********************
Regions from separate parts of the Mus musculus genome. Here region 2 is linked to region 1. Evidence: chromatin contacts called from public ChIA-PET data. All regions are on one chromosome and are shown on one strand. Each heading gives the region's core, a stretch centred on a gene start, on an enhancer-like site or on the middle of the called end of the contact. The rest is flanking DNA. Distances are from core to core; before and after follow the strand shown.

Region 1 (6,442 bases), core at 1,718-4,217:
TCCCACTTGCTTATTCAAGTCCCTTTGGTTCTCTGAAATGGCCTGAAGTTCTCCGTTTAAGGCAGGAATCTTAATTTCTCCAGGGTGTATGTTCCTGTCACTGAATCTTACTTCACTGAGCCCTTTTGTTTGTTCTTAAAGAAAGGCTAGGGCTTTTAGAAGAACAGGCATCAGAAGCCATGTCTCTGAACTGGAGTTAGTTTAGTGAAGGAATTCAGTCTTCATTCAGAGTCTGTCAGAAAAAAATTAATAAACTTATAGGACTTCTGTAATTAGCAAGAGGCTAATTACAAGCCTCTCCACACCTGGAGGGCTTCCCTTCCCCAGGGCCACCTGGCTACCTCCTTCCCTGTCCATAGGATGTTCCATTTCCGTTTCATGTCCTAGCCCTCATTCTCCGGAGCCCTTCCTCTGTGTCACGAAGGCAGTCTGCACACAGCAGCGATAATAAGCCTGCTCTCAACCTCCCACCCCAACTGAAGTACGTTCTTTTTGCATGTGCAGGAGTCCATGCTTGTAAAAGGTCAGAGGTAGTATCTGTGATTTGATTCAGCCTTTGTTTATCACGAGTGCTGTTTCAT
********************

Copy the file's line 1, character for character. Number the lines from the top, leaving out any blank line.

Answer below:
Regions from separate parts of the Mus musculus genome. Here region 2 is linked to region 1. Evidence: chromatin contacts called from public ChIA-PET data. All regions are on one chromosome and are shown on one strand. Each heading gives the region's core, a stretch centred on a gene start, on an enhancer-like site or on the middle of the called end of the contact. The rest is flanking DNA. Distances are from core to core; before and after follow the strand shown.